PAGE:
Because if we’ve gotten everything so wrong, it means also that how we think is wrong.  To its worst end, maybe the idea that we should help each other is wrong.  To its illogical conclusion, maybe we should accept that life is a series of births and deaths and attempting to save a life is pointless, nay, harmful.  It’s frightening because it feels so wrong, but that’s what I’m talking about – if everything we think is right is actually wrong, then what about the opposite?  How long before we give it a shot?  How long before we don’t have a choice?

We can’t keep going about things the same way forever.  History is a series of trial and error, a long steady line of mistakes, theories, hypotheses, test and conclusion.  Along the way there have been the romantic few who dared to accelerate the process: Plato, Pythagoras, Copernicus, Newton, Da Vinci, Kant, Bacon, Einstein, Tesla, the ones who through philosophy, mathematics, science, and sheer curiosity dared to dream of a world with answers derived from simply asking questions.  They were the ones who about them saw a world that didn’t work quite the way it was advertised, and they sought (and succeeded) in providing a few more ways to think.

But with these foundations for thinking having been laid down for thousands of years, our contemporary state seems scripted.  In a way, the greatest thinkers and doers have been said to answer humanity’s greatest scientific and moral dilemmas.  We know that humans should persevere to help other humans, and we are left to figure out how.  We know that electricity can stimulate particles to create energy, and if harnessed properly, can compute equations at a percentile of the human brain’s capacity, and we are left to figure out its greatest use.  We know that particle physics can dissemble the known universe, and we’re left to figure out how to make it possible.  We know that people shouldn’t die young, and we’re left to figure out why it’s still happening.  It’s like putting together an existential puzzle where the factions of the earth each have a piece don’t believe that other pieces are needed.  If only these factions could cooperate.  More exciting still, is that there is more thinking to be done.  Look no further than the perilous state of things to know that we haven’t gotten most anything figured out.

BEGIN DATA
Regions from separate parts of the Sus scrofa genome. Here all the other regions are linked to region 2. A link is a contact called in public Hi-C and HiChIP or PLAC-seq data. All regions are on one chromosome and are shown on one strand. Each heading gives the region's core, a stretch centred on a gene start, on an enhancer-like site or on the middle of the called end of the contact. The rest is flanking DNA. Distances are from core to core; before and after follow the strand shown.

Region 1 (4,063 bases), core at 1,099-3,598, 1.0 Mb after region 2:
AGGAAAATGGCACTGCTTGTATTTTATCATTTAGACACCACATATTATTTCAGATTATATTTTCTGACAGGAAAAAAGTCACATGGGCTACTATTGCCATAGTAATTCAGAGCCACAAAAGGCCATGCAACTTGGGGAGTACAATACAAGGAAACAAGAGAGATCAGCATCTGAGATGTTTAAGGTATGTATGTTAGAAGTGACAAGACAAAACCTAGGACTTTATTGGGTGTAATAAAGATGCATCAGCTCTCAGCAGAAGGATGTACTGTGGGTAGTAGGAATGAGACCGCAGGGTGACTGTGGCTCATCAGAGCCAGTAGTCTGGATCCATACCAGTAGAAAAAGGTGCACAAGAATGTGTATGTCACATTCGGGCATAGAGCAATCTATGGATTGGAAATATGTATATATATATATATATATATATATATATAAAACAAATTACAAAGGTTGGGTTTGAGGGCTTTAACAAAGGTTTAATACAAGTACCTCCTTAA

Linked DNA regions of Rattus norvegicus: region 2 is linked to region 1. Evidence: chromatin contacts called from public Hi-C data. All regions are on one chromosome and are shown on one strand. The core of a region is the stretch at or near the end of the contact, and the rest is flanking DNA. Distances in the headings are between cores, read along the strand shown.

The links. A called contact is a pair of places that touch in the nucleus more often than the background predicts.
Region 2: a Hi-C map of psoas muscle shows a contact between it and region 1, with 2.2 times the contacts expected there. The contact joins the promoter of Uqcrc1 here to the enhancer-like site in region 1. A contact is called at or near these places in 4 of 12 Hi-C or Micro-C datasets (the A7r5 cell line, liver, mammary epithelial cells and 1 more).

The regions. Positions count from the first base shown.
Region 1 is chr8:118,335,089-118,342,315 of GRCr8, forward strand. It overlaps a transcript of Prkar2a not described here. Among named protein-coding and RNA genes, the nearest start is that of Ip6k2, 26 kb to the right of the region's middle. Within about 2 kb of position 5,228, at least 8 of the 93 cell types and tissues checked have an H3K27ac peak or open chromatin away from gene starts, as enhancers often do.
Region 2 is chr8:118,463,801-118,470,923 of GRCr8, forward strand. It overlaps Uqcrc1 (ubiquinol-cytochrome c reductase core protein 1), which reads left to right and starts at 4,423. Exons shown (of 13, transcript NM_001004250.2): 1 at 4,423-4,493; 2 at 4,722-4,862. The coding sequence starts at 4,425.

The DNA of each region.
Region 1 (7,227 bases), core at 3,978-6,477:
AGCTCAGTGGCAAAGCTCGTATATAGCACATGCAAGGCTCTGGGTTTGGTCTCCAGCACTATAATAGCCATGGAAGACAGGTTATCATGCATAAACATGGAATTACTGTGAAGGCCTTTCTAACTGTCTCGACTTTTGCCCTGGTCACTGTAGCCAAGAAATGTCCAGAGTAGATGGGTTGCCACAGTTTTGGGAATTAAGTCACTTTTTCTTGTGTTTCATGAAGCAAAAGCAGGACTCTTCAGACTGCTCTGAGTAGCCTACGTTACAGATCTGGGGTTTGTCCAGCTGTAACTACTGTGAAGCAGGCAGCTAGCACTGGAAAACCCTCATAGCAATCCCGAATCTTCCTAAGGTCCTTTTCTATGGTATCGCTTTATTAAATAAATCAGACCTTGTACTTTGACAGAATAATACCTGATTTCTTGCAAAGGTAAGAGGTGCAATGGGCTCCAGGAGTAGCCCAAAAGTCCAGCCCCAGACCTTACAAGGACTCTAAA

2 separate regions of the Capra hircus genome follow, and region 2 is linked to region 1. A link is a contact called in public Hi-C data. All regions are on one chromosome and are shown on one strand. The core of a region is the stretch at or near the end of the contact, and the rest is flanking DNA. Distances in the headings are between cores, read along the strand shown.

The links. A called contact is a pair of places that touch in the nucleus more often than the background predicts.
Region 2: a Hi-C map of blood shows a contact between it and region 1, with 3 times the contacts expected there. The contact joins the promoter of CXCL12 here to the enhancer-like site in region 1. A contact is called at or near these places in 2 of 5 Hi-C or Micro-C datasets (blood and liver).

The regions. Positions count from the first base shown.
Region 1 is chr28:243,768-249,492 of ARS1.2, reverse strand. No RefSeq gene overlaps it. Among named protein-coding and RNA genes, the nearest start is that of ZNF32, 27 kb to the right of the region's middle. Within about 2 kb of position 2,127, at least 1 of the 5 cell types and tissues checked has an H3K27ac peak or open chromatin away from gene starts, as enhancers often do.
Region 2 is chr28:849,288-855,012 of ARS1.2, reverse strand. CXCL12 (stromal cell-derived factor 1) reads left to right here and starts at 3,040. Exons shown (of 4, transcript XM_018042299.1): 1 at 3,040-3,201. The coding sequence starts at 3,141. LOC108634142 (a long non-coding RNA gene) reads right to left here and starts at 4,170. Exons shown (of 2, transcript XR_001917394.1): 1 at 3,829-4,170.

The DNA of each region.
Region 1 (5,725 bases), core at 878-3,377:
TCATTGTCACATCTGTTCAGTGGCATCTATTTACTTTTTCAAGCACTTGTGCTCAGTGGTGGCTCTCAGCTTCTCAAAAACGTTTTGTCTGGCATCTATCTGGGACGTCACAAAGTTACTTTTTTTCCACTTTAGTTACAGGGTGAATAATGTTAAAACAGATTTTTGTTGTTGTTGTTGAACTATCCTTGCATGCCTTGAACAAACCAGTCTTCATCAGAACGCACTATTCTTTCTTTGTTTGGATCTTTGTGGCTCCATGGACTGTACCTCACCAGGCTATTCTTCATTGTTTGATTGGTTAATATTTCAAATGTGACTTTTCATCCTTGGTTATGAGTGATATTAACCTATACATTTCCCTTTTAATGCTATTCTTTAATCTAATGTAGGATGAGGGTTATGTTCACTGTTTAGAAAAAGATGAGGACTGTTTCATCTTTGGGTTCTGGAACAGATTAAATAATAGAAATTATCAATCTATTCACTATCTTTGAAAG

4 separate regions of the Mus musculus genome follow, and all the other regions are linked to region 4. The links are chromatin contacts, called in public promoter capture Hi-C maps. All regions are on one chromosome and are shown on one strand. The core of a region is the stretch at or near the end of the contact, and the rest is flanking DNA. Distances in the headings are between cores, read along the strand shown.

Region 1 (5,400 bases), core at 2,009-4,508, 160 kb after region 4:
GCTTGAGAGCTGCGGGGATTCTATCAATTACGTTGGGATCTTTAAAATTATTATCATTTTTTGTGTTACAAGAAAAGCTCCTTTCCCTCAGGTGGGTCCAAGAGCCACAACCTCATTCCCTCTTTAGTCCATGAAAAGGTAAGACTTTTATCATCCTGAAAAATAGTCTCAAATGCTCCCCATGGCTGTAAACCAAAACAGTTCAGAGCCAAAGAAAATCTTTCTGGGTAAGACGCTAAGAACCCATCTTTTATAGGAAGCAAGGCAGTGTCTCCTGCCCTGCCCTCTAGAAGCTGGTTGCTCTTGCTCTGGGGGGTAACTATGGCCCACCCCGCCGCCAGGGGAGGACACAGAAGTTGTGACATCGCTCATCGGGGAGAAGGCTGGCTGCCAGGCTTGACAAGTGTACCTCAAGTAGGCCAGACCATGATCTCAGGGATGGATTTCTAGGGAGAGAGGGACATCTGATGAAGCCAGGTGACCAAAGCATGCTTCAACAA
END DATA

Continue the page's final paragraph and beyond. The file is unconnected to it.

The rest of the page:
I’m not the first, lord no, not the first to have this idea.  If I’m lucky I’ll have even a fraction of the success those before me had with it.  In the 18th Century, Immanuel Kant became fed up with the way things were presented.  Having seen a recorded history of the world and its moral dilemmas decided by faith, Kant proposed a way of thinking that stated directly why humans felt such moral gravity and how such faith failed to answer the implications.  It was revolutionary: “Up to now it has been assumed that all our cognition must conform to the objects; but … let us once try whether we do not get farther with the problems of metaphysics by assuming that the objects must conform to our cognition” (Critique of Pure Reason).  Essentially, the way we perceived our experiences is a consequence of our predisposed ideas, or, we get what we want from things.  Kant was raised in the church (big surprise) and a stern home education focusing on the use of Latin and classic theologies.  In short order, a boiling point for the thinking man.  And while it is important to notice the things he was able to conjure, the beautiful and mystic moral questions he was able to transcribe, it is most important to evaluate his positive assertion for the necessity of thinking – our experiences conform to our ideas, or the way we want them.  And he didn’t want to be like that.  Everything he was taught to believe didn’t seem entirely right because, as he correctly hypothesized, it was a result of scatological heresy passed down in the form of history to be taught as truth.  He didn’t know what truth was out there – he just knew that what he was being told was wrong.  And for his efforts we have the greatest works on Moral Metaphysics ever assembled, paving the way for why the human brain seeks cognitively to search for the best emotional solution.

This is of great consequence in the modern day.